Earlier this week, I saw an Instagram post by @mgjbtx_quilts that absolutely resonated with me. The post’s bold graphic stated, “Here’s to Those Who Inspire Us and Don’t Even Know It.” I plan to post on Instagram and will tag the people who have been so inspiring to me in my quilting/blogging journey that started 4 1/2 years ago. But I knew that I needed to write a blog post as well that can include a few more details.
I first need to recognize some of my mentors who helped me learn about quilt blogging when I joined a New Quilt Bloggers Group in 2015. Being a member of this group also stretched my quilting and design skills as we were encouraged to write online tutorials about blocks that we designed that eventually were sewn into quilts by our mentors to donate to charities. A big shout-out goes to:
After I started to acquire elementary quilting skills through taking a Beginner’s Quilting Class in October 2014 at my local quilt store, ThreadBear, I spent hundreds of hours online reading quilting tutorials and then in 2016, I was lucky enough to take classes at QuiltCon from Jeni Baker and Amy Smart. Their websites are listed below:
Online Quilting Bees
I also joined two online quilting bees in 2016, Stash Bee and The Bee Hive. Alyce Blyth is the creator of The Bee Hive, and she designed 13 of the 25 block tutorials and asked other talented quilters to design the other 12 blocks. The beauty of the all these blocks is that they create wonderful secondary designs when the blocks are sewn together. I participated in The Bee Hive again in 2018 as well as this year, and my piecing skills have improved immensely from sewing many of the Bee Hive blocks.
Back in 2016 was when I first started paper piecing when a few Bee Hive queen bees chose paper-pieced blocks. I hated paper piecing at first, and it totally STRESSED me out! But my swarm-mate and friend, Linda, at @sew4sanity gave me a lot of encouragement and pointers which helped me get the blocks made. I turned a major corner in my opinion of paper piecing when I decided to try making the free LOVE pillow pattern by Diane of From Blank Pages. I had read several paper piecing tutorials by then, and I took my time, and by the time I finished the pillow, I kinda sorta liked paper piecing. But the project that made me a paper piecing convert was the Summer Sampler 2017. This sampler quilt program with weekly block tutorials was organized by Lee Heinrich, Faith Jones, and Katie Blakesley (who also co-wrote one of my favorite quilting books, Vintage Quilt Revival). They designed many of the blocks, but other quilters also designed some of the blocks. I learned about using a basting stitch to ensure that paper-pieced sections were properly aligned from Holly of Bijou Lovely who designed the Celestial Star block for the Summer Sampler 2017. And Lee shared a post about piecing tricky angles. Both of these tips immensely improved my paper piecing and gave me the confidence to try more intermediate paper piecing patterns designed by Kid Giddy, The Tartankiwi, and Lillyella. Most recently I read this very informative Instagram post by Emily @lemonyquilts on using an inexpensive light tablet for intricate paper piecing and have used one a few times with my current Vertices project.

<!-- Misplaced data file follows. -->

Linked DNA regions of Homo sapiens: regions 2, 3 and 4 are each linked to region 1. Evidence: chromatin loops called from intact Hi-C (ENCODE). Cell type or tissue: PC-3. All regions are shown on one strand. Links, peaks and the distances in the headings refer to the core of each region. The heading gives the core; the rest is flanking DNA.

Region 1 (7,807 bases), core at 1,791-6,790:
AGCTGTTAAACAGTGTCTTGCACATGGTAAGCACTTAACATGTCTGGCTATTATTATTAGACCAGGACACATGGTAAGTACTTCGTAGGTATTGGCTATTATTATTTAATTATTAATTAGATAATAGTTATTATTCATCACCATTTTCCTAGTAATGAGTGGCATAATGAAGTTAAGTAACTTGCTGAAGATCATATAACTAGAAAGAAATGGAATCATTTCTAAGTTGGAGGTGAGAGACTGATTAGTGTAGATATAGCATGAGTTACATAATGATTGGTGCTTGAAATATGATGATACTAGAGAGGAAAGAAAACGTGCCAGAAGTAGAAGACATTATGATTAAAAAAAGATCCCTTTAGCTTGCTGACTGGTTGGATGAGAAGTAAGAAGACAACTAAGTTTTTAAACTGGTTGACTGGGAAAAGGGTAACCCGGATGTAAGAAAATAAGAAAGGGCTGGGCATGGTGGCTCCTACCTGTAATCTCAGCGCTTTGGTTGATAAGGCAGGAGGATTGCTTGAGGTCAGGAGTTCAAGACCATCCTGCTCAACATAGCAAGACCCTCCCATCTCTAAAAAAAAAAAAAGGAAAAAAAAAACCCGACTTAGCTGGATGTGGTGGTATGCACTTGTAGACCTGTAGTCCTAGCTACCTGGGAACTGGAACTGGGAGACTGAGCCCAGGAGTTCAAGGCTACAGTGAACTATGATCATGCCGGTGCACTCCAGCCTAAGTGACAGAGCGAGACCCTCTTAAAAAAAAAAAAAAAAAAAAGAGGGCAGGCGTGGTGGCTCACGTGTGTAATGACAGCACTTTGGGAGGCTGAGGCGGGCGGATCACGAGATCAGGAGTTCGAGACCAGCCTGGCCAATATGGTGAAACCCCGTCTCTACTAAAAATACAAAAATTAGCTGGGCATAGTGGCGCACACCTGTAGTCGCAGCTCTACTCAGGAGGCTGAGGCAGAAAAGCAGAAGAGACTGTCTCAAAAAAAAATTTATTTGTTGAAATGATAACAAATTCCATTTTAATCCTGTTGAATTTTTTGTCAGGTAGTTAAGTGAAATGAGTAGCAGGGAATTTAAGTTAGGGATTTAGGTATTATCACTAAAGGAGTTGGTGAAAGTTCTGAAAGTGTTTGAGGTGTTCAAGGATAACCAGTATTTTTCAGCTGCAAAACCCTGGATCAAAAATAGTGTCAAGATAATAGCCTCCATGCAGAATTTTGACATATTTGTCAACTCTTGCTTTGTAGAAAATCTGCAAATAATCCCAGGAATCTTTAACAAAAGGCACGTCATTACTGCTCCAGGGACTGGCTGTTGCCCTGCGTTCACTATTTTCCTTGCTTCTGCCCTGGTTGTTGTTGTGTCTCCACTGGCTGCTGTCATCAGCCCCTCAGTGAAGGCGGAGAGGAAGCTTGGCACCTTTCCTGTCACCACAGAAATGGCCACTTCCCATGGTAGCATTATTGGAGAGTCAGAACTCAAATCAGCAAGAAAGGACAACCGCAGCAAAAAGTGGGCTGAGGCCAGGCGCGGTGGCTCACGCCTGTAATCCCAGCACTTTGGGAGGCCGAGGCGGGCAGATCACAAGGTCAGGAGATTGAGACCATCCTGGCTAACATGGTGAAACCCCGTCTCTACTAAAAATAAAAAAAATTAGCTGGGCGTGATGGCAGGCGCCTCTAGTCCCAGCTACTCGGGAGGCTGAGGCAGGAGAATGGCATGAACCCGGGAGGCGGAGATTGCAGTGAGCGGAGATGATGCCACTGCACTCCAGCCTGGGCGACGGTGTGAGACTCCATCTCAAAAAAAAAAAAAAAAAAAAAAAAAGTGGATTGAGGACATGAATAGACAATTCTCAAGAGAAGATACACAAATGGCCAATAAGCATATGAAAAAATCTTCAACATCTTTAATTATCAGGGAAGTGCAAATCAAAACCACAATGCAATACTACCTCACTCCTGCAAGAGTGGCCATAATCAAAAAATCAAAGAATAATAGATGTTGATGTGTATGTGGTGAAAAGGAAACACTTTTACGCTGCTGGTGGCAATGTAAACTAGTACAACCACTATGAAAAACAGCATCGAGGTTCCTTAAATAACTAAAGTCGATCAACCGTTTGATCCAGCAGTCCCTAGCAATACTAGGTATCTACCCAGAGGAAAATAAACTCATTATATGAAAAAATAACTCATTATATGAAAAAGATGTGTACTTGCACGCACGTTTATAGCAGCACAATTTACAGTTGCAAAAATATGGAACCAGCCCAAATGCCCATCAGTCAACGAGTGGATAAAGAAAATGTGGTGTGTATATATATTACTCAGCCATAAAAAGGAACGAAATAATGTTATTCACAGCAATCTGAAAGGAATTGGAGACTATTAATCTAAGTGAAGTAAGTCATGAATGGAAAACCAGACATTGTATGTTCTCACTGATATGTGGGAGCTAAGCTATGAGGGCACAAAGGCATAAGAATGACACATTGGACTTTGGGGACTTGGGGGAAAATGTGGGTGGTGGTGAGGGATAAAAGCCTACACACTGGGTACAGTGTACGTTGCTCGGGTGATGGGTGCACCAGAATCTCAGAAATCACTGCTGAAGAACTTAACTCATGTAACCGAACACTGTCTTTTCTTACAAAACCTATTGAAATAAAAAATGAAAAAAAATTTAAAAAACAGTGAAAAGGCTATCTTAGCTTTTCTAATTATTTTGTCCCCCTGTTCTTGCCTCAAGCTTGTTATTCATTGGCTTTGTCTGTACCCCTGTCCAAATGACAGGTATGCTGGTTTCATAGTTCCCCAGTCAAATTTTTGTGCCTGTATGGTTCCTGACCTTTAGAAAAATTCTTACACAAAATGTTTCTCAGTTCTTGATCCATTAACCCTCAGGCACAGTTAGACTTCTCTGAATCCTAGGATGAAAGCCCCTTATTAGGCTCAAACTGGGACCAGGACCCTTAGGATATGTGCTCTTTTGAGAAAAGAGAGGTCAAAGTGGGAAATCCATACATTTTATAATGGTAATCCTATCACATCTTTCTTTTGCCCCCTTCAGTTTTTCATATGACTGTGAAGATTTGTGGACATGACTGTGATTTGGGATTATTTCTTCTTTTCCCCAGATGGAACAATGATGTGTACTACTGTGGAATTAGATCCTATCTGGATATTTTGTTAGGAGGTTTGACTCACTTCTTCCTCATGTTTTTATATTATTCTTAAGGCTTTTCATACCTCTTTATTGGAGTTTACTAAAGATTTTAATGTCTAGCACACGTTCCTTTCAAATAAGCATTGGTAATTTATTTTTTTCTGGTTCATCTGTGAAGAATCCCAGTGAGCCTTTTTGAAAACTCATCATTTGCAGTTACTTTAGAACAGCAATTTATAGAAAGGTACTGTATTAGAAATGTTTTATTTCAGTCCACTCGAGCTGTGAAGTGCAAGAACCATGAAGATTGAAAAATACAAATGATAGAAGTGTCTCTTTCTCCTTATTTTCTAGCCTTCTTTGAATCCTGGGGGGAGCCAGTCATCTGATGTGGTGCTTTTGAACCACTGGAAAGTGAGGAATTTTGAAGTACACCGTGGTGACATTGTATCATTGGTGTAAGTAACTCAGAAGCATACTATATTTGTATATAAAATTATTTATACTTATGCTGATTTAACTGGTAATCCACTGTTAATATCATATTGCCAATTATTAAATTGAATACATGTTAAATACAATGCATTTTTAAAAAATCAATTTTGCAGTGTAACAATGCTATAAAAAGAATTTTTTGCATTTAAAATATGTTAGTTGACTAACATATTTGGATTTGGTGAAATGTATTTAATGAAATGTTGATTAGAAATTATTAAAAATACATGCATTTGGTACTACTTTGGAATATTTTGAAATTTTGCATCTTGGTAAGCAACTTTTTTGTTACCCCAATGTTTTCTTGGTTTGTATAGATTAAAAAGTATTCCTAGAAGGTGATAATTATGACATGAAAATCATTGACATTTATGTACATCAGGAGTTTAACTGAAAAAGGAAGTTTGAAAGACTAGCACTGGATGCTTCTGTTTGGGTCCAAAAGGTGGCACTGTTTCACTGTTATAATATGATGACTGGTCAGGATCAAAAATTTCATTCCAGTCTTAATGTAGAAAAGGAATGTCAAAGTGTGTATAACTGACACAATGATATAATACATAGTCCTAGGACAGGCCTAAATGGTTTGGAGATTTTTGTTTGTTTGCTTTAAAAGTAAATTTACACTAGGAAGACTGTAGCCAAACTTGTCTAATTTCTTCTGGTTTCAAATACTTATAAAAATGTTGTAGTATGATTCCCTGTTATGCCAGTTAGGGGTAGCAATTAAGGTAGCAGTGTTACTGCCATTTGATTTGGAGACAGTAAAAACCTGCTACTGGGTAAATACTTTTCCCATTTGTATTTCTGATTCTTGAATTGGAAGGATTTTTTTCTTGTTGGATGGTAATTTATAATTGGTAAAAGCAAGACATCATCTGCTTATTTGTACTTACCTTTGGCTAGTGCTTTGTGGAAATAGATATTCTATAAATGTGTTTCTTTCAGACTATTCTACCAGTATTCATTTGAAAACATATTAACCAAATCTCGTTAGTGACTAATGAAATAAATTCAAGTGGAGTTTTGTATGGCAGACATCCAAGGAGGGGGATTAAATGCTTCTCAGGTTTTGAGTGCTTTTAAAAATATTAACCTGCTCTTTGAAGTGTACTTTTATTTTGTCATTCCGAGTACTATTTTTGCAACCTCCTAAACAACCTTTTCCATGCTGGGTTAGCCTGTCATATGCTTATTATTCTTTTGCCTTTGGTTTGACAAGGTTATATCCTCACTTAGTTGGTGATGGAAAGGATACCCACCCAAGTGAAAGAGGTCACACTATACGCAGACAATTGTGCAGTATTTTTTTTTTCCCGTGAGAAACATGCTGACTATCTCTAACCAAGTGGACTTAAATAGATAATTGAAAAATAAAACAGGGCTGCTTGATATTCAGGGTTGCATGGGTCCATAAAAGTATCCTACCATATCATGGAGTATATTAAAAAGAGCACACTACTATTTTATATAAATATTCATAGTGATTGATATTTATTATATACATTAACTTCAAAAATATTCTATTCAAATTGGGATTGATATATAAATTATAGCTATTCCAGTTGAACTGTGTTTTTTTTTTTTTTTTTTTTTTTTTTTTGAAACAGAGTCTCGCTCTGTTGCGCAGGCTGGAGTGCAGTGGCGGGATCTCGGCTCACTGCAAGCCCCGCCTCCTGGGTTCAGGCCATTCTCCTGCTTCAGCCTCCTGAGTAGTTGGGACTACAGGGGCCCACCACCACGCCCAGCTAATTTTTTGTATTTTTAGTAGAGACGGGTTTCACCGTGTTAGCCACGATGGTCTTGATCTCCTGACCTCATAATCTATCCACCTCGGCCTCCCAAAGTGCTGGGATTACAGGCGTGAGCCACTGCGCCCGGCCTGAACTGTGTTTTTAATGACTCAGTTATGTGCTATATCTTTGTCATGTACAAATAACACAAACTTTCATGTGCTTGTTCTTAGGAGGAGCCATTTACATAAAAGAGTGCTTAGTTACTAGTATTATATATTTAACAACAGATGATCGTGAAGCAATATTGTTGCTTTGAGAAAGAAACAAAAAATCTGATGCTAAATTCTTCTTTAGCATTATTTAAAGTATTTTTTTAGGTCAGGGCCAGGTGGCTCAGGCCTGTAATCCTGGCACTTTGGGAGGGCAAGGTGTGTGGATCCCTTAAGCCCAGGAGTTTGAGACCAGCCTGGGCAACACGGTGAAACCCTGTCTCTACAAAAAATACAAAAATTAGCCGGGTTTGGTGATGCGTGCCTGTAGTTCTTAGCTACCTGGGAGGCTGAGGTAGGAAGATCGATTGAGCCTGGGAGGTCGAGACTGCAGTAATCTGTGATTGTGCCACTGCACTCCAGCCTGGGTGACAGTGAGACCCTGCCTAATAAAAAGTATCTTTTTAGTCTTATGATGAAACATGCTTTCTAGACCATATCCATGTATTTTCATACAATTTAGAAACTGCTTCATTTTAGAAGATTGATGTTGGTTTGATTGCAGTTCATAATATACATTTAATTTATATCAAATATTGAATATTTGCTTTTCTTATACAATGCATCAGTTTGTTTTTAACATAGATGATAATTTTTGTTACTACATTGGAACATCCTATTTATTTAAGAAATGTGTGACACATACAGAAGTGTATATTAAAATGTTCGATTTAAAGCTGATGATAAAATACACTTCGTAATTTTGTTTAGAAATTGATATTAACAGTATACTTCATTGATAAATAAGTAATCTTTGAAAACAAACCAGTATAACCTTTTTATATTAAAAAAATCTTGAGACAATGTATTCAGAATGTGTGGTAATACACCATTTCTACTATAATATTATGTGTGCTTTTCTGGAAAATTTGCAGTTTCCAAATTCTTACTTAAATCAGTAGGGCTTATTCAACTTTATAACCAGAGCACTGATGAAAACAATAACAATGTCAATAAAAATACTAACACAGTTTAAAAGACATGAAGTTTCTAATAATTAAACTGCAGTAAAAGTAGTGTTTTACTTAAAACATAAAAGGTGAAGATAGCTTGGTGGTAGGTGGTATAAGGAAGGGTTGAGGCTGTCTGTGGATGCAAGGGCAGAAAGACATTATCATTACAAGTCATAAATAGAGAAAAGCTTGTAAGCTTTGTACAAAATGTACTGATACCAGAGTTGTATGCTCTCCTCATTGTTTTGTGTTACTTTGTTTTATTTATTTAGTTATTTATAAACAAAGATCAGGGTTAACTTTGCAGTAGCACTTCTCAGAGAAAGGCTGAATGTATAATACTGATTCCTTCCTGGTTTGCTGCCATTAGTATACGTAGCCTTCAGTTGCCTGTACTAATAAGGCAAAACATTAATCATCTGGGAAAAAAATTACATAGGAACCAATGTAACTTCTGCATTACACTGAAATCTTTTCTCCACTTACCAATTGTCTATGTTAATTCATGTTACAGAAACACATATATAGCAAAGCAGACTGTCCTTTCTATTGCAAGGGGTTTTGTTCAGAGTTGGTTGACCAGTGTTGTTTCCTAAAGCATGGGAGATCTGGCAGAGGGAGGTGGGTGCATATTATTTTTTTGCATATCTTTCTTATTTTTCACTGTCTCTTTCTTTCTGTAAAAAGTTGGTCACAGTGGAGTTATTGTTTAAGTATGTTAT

I have learned so much from other quilters about color. These days I’m really drawn to transparency and color gradient designs, but many other palettes are also pleasing to my eye. Just this past week I finished binding my Meadowland quilt with its rich palette of teal, turquoise, mustard, navy, and dark/light grey. Here are some of my favorite color masters:
These days I do very little of my own quilting except for pillows, placemats, and table runners. I have a few longarm quilters that I enjoy collaborating with who are listed below, but I want to give special recognition to my friend, Roseanne, at Home Sewn By Us who did such an awesome job free motion quilting my Random Intention quilt in January. And recently Roseanne posted a great tutorial for spiral quilting using a walking foot that I may just have to try someday. In addition to ThreadBear, who have superbly quilted many of my projects, I have been thrilled with the quilting results of these longarm quilters:
As all quilters know, binding is the last task we have to do before we have a totally finished project (or facing which I have yet to try). I haven’t had much success with machine binding my quilts, so I’m in the hand-stitching camp of quilt binders, after I machine-stitch the binding to the front of my quilt. I have a favorite binding tutorial that I always refer to when joining my binding strips at the end. I have even taken screen shots of the pictures in case my internet is down when I’m at this crucial step! I have not taken the time to properly thank Megan@ Canoe Ridge Creations. So thank you, Megan! Her Double Fold Binding Tutorial can be found on her home page.
Actually there is an optional final task after binding has been affixed, and that is photographing the quilt. I’ve taken some decent shots of my quilts, but I dream of sending one of finished quilts to Kitty of Night Quilter.
There are many other people out there who have encouraged, supported, and inspired me in my quilting journey. I really appreciate the generous spirit of the world-wide quilting community, and I’m so glad to be a part of it.